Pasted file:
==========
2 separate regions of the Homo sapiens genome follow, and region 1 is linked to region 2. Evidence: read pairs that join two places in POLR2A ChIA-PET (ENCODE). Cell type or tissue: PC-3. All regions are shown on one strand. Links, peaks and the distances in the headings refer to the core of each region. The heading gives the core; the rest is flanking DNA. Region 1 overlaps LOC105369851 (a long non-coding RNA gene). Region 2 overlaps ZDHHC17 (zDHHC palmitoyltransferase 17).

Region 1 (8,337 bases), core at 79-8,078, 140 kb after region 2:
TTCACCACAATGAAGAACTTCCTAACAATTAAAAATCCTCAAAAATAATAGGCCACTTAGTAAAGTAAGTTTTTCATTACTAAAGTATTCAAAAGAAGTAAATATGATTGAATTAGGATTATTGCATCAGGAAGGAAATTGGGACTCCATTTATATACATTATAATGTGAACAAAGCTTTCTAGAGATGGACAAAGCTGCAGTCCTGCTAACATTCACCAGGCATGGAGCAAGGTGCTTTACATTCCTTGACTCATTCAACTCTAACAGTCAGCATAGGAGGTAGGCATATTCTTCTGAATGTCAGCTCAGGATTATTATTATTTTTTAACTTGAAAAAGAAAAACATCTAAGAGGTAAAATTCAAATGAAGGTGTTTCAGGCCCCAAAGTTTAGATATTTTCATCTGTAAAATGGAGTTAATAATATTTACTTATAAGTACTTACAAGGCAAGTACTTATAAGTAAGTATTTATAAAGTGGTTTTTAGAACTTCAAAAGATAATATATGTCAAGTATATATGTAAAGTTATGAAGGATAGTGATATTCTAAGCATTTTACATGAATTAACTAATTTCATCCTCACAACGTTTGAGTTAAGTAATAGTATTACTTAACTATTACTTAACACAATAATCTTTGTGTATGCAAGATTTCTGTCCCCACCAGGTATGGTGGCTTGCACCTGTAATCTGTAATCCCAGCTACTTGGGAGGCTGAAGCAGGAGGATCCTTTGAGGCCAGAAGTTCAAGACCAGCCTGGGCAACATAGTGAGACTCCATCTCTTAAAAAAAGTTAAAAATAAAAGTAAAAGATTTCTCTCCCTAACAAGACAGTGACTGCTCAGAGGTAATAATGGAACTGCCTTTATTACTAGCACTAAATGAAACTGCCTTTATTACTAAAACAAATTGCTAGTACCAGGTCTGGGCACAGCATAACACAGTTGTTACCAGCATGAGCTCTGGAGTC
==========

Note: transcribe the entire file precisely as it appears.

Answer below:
2 separate regions of the Homo sapiens genome follow, and region 1 is linked to region 2. Evidence: read pairs that join two places in POLR2A ChIA-PET (ENCODE). Cell type or tissue: PC-3. All regions are shown on one strand. Links, peaks and the distances in the headings refer to the core of each region. The heading gives the core; the rest is flanking DNA. Region 1 overlaps LOC105369851 (a long non-coding RNA gene). Region 2 overlaps ZDHHC17 (zDHHC palmitoyltransferase 17).

Region 1 (8,337 bases), core at 79-8,078, 140 kb after region 2:
TTCACCACAATGAAGAACTTCCTAACAATTAAAAATCCTCAAAAATAATAGGCCACTTAGTAAAGTAAGTTTTTCATTACTAAAGTATTCAAAAGAAGTAAATATGATTGAATTAGGATTATTGCATCAGGAAGGAAATTGGGACTCCATTTATATACATTATAATGTGAACAAAGCTTTCTAGAGATGGACAAAGCTGCAGTCCTGCTAACATTCACCAGGCATGGAGCAAGGTGCTTTACATTCCTTGACTCATTCAACTCTAACAGTCAGCATAGGAGGTAGGCATATTCTTCTGAATGTCAGCTCAGGATTATTATTATTTTTTAACTTGAAAAAGAAAAACATCTAAGAGGTAAAATTCAAATGAAGGTGTTTCAGGCCCCAAAGTTTAGATATTTTCATCTGTAAAATGGAGTTAATAATATTTACTTATAAGTACTTACAAGGCAAGTACTTATAAGTAAGTATTTATAAAGTGGTTTTTAGAACTTCAAAAGATAATATATGTCAAGTATATATGTAAAGTTATGAAGGATAGTGATATTCTAAGCATTTTACATGAATTAACTAATTTCATCCTCACAACGTTTGAGTTAAGTAATAGTATTACTTAACTATTACTTAACACAATAATCTTTGTGTATGCAAGATTTCTGTCCCCACCAGGTATGGTGGCTTGCACCTGTAATCTGTAATCCCAGCTACTTGGGAGGCTGAAGCAGGAGGATCCTTTGAGGCCAGAAGTTCAAGACCAGCCTGGGCAACATAGTGAGACTCCATCTCTTAAAAAAAGTTAAAAATAAAAGTAAAAGATTTCTCTCCCTAACAAGACAGTGACTGCTCAGAGGTAATAATGGAACTGCCTTTATTACTAGCACTAAATGAAACTGCCTTTATTACTAAAACAAATTGCTAGTACCAGGTCTGGGCACAGCATAACACAGTTGTTACCAGCATGAGCTCTGGAGTC